Summer is starting to wind down and the furthest you’ve gotten from home is the doctor’s office. Give yourself a break with a little much-needed time away. Don’t let your epilepsy interfere with your travel plans! People with epilepsy may need to do a little extra planning before hitting the highway, but it’s worth making the trip. Here are just follow a few simple tips from the Epilepsy Foundation to keep yourself safe on the road, in the air, and wherever your travels take you!
1. Don’t travel alone. If you have frequent seizures or experience loss of consciousness, confusion, or changes in behavior during or after a seizure, you should probably have a companion with you. Your companion should know what to do in case of a seizure and should be able to explain to others around you what is happening, especially if you are flying. Added bonus: you’ll make tons of memories together, and your trip could be a lot more fun if you have someone to share it with.
2. Choose your mode of transportation wisely. Consider your type and frequency of seizures when making travel arrangements. Most people with epilepsy should be able to travel safely by air, but it might be helpful for them to carry a doctor’s letter. The letter should state that the person can fly safely and give the flight crew a few guidelines in case of a seizure during the trip.
3. Keep up with medications. Carry at least a day’s supply with you at all times. If you are flying, pack two sets of medication – one in the bags you check and one in your carry-on. That way, if your luggage gets lost, you’ll have backup. Store and carry medications in properly labeled bottles to avoid any unnecessary issues with airport security. Pay attention to time zone changes, and carefully plan so that you don’t miss a dose. Talk to your doctor to plan out a medication schedule and to decide how much to pack.
4. Take precautions if you have a VNS. A vagus nerve stimulation (VNS) device is a small battery or generator that is implanted in the chest wall and sends pulses of electrical energy to the brain to prevent seizures. As airport security has recently become stricter, they are likely to question this piece of equipment. To avoid any unnecessary delays, carry your VNS registration card with you and have your doctor include an explanation of the device in their letter.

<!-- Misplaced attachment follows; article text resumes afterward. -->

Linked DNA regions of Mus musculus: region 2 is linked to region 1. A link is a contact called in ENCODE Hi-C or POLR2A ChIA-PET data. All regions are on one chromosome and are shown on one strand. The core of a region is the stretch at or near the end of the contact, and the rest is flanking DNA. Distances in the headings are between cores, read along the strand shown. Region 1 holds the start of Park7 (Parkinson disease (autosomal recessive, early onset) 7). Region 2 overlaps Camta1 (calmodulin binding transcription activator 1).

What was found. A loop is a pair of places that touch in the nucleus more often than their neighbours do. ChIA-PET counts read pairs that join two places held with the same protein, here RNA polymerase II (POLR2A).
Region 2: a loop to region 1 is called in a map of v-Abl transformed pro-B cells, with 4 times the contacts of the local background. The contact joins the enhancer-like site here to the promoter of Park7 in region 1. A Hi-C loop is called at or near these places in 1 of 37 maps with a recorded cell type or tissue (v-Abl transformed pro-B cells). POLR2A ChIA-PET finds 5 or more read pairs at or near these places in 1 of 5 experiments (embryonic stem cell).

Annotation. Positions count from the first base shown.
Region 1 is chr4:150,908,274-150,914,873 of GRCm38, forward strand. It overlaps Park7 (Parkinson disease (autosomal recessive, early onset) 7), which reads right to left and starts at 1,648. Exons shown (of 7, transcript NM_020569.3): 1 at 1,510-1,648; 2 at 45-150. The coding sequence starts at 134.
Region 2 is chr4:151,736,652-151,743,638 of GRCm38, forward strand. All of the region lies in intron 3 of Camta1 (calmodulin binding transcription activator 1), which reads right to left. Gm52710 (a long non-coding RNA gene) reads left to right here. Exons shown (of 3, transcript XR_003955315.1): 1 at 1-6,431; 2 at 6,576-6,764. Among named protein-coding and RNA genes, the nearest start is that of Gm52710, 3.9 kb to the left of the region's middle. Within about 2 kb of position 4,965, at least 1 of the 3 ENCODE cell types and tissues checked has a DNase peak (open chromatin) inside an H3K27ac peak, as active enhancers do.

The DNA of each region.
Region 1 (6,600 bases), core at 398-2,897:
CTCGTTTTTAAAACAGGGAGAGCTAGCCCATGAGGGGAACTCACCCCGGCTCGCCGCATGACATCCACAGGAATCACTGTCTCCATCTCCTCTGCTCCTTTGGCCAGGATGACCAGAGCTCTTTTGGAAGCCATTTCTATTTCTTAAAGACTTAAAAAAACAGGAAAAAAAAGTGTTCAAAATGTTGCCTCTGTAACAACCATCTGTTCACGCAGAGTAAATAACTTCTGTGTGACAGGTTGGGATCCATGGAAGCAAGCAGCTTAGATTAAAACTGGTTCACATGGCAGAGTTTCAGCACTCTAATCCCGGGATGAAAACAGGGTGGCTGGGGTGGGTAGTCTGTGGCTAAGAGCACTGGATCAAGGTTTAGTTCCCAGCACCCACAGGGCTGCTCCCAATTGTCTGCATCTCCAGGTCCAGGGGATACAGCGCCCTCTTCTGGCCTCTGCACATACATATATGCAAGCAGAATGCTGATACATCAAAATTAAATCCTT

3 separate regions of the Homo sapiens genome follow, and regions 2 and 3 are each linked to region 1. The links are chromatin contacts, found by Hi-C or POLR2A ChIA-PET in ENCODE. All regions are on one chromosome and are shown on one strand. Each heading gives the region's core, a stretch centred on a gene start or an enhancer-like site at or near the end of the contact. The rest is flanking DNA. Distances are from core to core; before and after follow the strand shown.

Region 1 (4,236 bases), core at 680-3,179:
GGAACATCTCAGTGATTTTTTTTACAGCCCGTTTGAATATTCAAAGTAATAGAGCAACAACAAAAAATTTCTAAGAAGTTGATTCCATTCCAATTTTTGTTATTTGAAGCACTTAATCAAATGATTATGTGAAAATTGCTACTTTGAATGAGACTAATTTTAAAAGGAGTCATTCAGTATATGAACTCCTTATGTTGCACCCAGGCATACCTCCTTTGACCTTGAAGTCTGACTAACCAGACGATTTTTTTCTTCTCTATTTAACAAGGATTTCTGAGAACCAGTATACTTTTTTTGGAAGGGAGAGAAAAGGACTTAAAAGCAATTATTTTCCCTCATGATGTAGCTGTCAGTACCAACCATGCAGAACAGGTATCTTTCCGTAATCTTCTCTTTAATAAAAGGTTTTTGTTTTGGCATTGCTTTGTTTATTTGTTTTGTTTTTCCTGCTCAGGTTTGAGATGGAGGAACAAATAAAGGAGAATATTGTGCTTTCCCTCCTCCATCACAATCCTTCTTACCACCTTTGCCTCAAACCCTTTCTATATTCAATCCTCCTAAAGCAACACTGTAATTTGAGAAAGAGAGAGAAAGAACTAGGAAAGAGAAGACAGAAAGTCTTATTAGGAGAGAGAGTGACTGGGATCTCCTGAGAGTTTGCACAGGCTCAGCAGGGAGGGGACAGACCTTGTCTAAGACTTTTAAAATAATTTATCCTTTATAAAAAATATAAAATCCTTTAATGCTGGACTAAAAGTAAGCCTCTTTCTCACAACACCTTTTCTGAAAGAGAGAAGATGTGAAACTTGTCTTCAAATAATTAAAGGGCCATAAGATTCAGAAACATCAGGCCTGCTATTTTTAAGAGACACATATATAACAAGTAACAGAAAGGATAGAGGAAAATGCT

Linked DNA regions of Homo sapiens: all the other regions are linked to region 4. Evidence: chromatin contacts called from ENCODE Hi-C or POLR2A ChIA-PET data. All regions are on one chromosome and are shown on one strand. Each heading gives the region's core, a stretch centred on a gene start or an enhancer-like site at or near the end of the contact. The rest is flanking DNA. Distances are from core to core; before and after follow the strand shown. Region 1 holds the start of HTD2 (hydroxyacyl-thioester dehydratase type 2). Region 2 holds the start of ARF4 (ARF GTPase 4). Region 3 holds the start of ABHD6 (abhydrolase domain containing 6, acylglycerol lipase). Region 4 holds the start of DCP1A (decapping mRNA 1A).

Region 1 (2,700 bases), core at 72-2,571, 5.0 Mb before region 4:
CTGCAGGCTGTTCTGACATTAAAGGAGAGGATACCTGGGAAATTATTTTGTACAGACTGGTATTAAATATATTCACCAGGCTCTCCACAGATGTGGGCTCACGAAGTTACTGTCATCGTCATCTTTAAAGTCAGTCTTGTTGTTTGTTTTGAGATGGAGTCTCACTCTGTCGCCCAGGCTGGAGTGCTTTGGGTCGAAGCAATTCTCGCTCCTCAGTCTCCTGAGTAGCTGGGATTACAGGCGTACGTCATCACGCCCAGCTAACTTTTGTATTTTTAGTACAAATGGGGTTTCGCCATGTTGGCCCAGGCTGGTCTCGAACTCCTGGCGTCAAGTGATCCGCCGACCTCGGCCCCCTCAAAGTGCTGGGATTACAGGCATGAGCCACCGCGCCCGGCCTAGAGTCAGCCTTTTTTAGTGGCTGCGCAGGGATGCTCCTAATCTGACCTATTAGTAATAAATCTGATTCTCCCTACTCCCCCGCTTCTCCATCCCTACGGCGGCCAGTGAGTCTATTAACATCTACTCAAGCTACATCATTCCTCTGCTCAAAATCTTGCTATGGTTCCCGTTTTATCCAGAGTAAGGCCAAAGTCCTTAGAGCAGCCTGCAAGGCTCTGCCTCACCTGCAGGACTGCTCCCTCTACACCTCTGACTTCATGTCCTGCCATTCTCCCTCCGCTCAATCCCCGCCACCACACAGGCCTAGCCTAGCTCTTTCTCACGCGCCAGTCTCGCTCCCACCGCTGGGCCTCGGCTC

5. Wear a medical alert bracelet. If you have epilepsy, you should be wearing a medical ID bracelet at all times – and it is especially important when you are traveling. Medical personnel should immediately be alerted to your condition so they can treat you as quickly and effectively as possible in the event of an emergency. When you are away from your doctor, family, and friends who understand your condition, a medical ID is essential. We recommend engraving your epilepsy alert bracelet like this:
FIRST AND LAST NAME
EPILEPSY OR MEDICAL CONDITION
MEDICATIONS AND ALLERGIES
IN CASE OF EMERGENCY CONTACT NUMBER
DR. PHONE NUMBER
Epilepsy doesn’t define you, and it shouldn’t define your summer vacation plans, either. However, you don’t want to take any chances when traveling – so be sure to follow these tips and talk to your doctor before you plan a big trip. Don't leave home without your medical ID bracelet. Visit www.LaurensHope.com and choose a medical ID bracelet or necklace that can help keep you safe in style!